Govt clears massive PSU sales, other reforms; BPCL among five to be sold

By: |
Published: November 21, 2019 2:18:22 AM

Though no time frame has been announced for concluding these strategic sales, many, including the BPCL’s is expected in the current financial year itself, potentially increasing the Centre’s disinvestment receipts to even higher than the budgeted Rs 1.05 lakh crore.

Sales of the other four firms could fetch over Rs 30,000 crore at current prices. (Representational image)Sales of the other four firms could fetch over Rs 30,000 crore at current prices. (Representational image)

The Cabinet Committee on Economic Affairs (CCEA) on Wednesday approved the strategic disinvestment of five public sector undertakings (PSUs), including oil-refiner-marketer Bharat Petroleum Corporation (BPCL), and a proposal to bring down the government’s paid-up equity capital in central public sector enterprises (CPSEs) to below 51% on a case-by-case basis, while retaining the option to retain management control in them.

The BPCL asset to be sold to a strategic buyer — possibly a private firm — will include the entire government stake of 53.3% in it, but exclude the firm’s 61% stake in Numaligarh Refinery (FY19 net worth Rs 5,551 crore) which will remain in the public sector.

While Shipping Corporation (government stake 63.75%) and Concor (30.8% to be divested out of 54.8%) have also been approved for strategic sale, the sale of government stakes in two other PSUs — NEEPCO (100%) and THDC (74.2%) — will be exclusively to state-run power producer NTPC.

Though no time frame has been announced for concluding these strategic sales, many, including the BPCL’s is expected in the current financial year itself, potentially increasing the Centre’s disinvestment receipts to even higher than the budgeted Rs 1.05 lakh crore.

Sale of the government’s stake in BPCL (excluding Numaligarh) could alone fetch about Rs 60,000 crore at current market prices, or 60% of the disinvestment revenue target for this fiscal. Sales of the other four firms could fetch over Rs 30,000 crore at current prices.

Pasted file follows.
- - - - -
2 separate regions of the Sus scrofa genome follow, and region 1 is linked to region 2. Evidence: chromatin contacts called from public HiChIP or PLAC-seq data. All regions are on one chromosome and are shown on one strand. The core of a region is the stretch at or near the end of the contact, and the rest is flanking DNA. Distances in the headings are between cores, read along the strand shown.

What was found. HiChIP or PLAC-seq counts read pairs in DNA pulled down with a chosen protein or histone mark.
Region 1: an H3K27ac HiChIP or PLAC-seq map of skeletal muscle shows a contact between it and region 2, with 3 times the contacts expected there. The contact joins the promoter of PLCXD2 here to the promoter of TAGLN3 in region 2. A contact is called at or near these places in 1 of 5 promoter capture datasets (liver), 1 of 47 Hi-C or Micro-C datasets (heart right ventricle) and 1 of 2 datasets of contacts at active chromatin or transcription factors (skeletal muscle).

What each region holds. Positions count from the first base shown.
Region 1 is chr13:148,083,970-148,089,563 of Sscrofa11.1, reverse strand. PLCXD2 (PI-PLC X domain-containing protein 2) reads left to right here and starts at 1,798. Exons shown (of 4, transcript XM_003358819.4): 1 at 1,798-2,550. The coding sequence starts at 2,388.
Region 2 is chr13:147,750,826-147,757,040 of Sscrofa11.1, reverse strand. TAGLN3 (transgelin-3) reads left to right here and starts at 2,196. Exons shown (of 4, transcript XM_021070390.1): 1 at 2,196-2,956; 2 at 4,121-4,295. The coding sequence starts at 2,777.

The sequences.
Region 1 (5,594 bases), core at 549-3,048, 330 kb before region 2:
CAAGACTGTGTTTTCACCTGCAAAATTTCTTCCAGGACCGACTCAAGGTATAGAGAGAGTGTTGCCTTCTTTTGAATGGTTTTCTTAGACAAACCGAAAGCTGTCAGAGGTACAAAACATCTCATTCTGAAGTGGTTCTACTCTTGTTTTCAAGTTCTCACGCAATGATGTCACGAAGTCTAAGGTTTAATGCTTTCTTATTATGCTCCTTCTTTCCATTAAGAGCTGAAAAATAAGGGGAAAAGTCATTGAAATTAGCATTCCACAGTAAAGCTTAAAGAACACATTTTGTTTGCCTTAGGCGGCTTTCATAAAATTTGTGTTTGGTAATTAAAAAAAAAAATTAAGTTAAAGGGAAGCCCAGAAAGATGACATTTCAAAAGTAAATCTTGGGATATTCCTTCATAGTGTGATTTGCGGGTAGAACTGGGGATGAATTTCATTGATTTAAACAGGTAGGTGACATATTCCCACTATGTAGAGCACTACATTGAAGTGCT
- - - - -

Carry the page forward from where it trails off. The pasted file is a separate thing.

According to sources, the move to reduce govt stakes in select CPSEs to 51% would enable launch of a series of bigger exchange traded funds (ETF) over the next few months. The reduction of government stakes in these firms won’t impact their current obligations as state-run entities, like jobs reservation, RTI-related ones, etc.

The Cabinet also allowed National Highways Authority of India (NHAI) to securitise toll receipts for raising funds and gave it unfettered authority to make suitable changes wherever and wherever required in its asset monetisation programme through the toll-operate-transfer (ToT).

The securitisation of toll receipts will help the NHAI to raise funds from stretches where the traffic is already high and needs capacity augmentation in next few years. Infrastructure assets such as roads are suited the best for securitisation as they ensure stable cash flows backed by long-tenure concession agreements and higher recovery rates.

The cabinet has also relaxed norms to the NHAI’s asset monetisation programme through the ToT route. Earlier operational projects collecting tolls for at least two years were allowed to be given on 30 years of lease against upfront payment. Now, a highway project collecting tolls for one year could be put up for auction.
The cabinet has also provided the NHAI board the flexibility to fix the lease tenure to anywhere between 15 years and 30 years. Earlier, it was fixed for 30 years.

Through two such funds – Bharat 22 and CPSE ETF – the government raised Rs 45,080 crore in the last fiscal, more than half of the disinvestment proceeds in the year. Two ETF issues this year yielded Rs 14,369 crore to the government. Besides the two extant ETFs, the Centre might launch new sectoral ETFs also in the current year.

In her budget speech, Finance Minister Nirmala Sitharaman had said: “The Centre is considering, in case where the PSU is still to be retained under government control, to go below 51% to an appropriate level on a case-to-case basis”.

Currently, there is limited headroom to mobilise disinvestment revenue through Bharat 22 ETF, because the government stakes are in the 52-53% range in many large PSUs which the institutional and retail investors might find attractive. The threshold of minimum government holding for PSUs to be in ETF baskets is 52%.
Bharat 22 ETF is a diversified index of 22 stocks, including IOC, Nalco, GAIL and Engineers India. .

As for the last few issues, the ETF managers procured stocks of firms like Indian Oil and ITC to retain their weights in the indices.

Analysts are of the view that India’s ETF market is expected to witness robust growth in the coming years due to a structural shift in asset-class preference from fixed income to equities as interest rates moderate.

Get live Stock Prices from BSE and NSE and latest NAV, portfolio of Mutual Funds, calculate your tax by Income Tax Calculator, know market’s Top Gainers, Top Losers & Best Equity Funds. Like us on Facebook and follow us on Twitter.

Next Stories
1Realme 5s is the latest Redmi Note 8 rival with 48-megapixel quad cameras
2Sennheiser logs 200-300 per cent growth in wireless headphones sales in India
3Predatory pricing by e-commerce companies: Government’s knee-jerk reaction may aggravate MSMEs’ concern